The power output of provides a guaranteed 6VAC/20mA/50kHz minimum output into a resistive load with fluctations possible up to 12VAC. Other loads are not specified. The output impedance is not specified, but I think we could model the source as 12VAC/50kHz/300\${\Omega}\$ output impedance.

I want to power a DC circuit from it that may have "instantaneous" peak consumptions higher than 20mA.

I wonder how to maximize DC power @3V3. Without losses, 0.12W max would be available. A big enough capacitor would help cope with peak currents.

One method I think of is to add an up transformer to multiply the source voltage by 4 or 5 times to stay within safe limits at all times. So 6V/300\${\Omega}\$ source would become a 30VAC/50kHz/1k5\${\Omega}\$ (max 60V) source that could be used by a switched mode rectifier.

EDIT: I found an interesting search term: "Synchronous rectification", used in secondaries of SMPS.
I found chips that do not need (direct) control concerning the primary side.

  • Diodes/APR347 operates from 4.5V up.
  • OnSemi/NCP43080 specified for up to 1MHz.
  • Diodes/APR34330 incorporates the mosfet.
  • Active bridge controller: NXP/TEA2208T
  • TI/UCC24612 - sensing up to 230V.

Most of those seem to do only "half-wave" rectification.

EDIT2: I search for the term "Resonant rectification" while thinking of the principle used in a class D RF power amplifier with an LC-tank. This gave some other interesting results - I am not sure it's fundamentally different from "Synchronous rectification".


  • ST/SRK2001 - Dual gate driver for use with a transformer with center tap.
  • onsemi/NCP4390 - Dual gate, requires primary current sensor.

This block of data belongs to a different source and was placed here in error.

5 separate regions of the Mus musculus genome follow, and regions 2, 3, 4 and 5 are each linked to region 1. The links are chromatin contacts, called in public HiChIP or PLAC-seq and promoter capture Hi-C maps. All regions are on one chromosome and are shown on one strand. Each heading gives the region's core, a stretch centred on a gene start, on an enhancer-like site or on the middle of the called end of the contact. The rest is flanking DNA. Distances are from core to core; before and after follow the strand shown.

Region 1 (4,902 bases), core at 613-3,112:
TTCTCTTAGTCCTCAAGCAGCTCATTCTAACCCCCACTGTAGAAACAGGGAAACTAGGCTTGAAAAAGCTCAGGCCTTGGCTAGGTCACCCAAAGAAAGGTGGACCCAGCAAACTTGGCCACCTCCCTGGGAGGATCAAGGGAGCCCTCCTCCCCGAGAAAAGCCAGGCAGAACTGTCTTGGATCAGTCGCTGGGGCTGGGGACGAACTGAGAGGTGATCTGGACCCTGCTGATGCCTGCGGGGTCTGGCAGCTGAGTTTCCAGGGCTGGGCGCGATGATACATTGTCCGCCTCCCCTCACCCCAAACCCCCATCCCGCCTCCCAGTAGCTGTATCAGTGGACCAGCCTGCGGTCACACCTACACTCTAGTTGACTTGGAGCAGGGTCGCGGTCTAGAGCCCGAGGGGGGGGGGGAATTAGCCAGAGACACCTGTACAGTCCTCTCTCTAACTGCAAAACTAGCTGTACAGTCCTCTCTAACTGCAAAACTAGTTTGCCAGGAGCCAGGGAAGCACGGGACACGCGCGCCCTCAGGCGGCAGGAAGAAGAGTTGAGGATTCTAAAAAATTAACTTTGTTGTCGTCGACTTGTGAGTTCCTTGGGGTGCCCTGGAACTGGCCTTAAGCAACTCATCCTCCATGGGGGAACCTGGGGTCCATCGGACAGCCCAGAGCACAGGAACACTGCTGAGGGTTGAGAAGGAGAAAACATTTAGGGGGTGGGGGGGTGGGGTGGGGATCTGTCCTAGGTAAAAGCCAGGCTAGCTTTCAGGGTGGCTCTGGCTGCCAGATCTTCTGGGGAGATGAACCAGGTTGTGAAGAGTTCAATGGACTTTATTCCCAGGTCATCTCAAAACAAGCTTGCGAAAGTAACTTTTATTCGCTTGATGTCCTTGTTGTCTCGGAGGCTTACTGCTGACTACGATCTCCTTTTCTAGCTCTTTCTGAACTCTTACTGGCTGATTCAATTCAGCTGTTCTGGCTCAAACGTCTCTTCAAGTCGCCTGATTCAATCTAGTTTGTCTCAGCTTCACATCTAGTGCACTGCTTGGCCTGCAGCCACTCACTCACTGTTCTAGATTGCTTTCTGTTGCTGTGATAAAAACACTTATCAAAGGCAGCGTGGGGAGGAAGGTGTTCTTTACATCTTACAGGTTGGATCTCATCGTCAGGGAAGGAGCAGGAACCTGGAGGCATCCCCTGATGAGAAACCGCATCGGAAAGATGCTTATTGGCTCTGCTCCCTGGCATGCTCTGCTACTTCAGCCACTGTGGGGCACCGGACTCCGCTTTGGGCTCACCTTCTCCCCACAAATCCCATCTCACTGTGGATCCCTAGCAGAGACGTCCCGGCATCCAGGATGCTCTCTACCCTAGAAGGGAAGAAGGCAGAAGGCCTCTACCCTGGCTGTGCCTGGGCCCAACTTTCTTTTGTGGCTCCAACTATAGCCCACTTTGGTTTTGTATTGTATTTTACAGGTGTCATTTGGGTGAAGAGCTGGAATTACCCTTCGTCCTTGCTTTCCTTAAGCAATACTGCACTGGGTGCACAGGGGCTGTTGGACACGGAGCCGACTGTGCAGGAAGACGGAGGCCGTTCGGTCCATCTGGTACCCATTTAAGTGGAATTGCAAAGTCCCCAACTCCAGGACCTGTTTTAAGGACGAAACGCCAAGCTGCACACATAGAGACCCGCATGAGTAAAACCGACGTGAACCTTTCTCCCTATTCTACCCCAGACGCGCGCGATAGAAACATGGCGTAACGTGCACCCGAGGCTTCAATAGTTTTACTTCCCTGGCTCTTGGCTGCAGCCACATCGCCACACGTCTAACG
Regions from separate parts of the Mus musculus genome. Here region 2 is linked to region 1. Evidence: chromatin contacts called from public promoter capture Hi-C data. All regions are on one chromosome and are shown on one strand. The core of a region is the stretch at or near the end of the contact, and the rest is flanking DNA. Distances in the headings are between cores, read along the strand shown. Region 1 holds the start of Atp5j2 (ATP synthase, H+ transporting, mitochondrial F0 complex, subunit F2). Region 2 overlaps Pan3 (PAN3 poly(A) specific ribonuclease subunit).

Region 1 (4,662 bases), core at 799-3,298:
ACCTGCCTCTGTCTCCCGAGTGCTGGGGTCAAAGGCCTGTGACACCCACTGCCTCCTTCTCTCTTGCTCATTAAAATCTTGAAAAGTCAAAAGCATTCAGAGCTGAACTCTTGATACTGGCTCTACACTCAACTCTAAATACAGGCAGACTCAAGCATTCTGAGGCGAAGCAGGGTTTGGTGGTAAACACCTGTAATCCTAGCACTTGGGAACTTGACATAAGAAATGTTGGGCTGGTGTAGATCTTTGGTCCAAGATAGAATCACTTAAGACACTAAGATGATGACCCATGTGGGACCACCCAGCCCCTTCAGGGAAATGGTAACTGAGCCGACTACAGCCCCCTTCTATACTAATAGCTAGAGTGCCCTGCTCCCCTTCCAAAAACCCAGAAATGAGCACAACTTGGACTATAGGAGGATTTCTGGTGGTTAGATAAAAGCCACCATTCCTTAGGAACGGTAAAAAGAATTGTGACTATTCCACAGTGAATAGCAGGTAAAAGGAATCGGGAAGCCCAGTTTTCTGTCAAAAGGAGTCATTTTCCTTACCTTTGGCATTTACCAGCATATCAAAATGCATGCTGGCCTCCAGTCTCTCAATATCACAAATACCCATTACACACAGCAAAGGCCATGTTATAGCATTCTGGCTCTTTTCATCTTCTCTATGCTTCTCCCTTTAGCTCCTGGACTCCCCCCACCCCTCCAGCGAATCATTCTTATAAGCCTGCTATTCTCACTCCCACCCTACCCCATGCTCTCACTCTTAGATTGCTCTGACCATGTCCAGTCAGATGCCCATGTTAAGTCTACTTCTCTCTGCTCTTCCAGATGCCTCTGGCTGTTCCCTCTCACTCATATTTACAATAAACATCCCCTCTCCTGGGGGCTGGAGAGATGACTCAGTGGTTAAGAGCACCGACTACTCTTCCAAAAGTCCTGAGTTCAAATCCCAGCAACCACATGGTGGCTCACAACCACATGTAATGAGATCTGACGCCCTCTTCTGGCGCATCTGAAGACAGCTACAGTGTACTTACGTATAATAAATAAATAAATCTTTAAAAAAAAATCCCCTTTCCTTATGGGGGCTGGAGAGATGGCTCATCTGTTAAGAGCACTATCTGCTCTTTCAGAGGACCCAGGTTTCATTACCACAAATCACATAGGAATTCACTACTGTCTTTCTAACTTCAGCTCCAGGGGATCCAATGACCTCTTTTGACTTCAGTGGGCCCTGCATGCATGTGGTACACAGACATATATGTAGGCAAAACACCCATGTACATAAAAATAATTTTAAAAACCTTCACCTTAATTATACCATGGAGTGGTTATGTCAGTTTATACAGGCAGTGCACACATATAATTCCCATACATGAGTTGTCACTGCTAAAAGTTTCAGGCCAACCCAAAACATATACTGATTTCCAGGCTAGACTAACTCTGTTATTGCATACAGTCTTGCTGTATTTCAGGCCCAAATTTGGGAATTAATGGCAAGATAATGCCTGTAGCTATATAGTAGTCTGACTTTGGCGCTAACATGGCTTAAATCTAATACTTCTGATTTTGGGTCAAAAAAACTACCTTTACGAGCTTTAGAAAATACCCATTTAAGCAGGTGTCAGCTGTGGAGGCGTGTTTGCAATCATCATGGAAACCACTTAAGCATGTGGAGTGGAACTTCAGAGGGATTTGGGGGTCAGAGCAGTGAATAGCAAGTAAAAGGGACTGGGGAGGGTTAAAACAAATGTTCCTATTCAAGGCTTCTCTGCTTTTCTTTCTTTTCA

• Patent US5701243A

Other thoughts?

  • \$\begingroup\$ hard to answer without a list of wich you looked at datasheets and rejects explaining for each one why you rejected it exaclty. Are you sure you detailed all you specifications/needs in the post ? or it is only the main onces ? \$\endgroup\$
    – user201301
    Nov 26, 2021 at 14:34
  • \$\begingroup\$ I did not do a research on components that I could use. I've been thinking about the design principle since a while, but this is the best I can think of. In the end this is to use that power to do IoT transmissions. The power actually available would determine the possibilities. Using WiFi for IoT type transmissions seems a possibility: youtu.be/d80X2GtTNBk?t=2000 . \$\endgroup\$
    – le_top
    Nov 26, 2021 at 15:44
  • \$\begingroup\$ "I want to power a DC circuit from it that may have "instantaneous" peak consumptions higher than 20mA." Large output capacitor. \$\endgroup\$
    – winny
    Nov 26, 2021 at 17:56
  • \$\begingroup\$ "I wonder how to maximize DC power @3V3. Without losses, 0.12W max would be available" Is your AC source a sinusodial waveform or something else, like square wave? \$\endgroup\$
    – winny
    Nov 26, 2021 at 17:56
  • \$\begingroup\$ The output is sinuoidal, but can have "50% distortion". Sure, the capacitor has to be big enough. \$\endgroup\$
    – le_top
    Nov 26, 2021 at 20:43

1 Answer 1


I think there are similarities between your design criteria and the answers to this question about energy harvesting.

Lowest diode voltage drop possible:

Lowest voltage drop diode possible

  • \$\begingroup\$ Thank you for the interesting link. This is more or less also used in the Synchronous rectification drivers that rely on external or internal mosfets to ensure the diode function which is also used to actively regulate the voltage. \$\endgroup\$
    – le_top
    Nov 28, 2021 at 17:43

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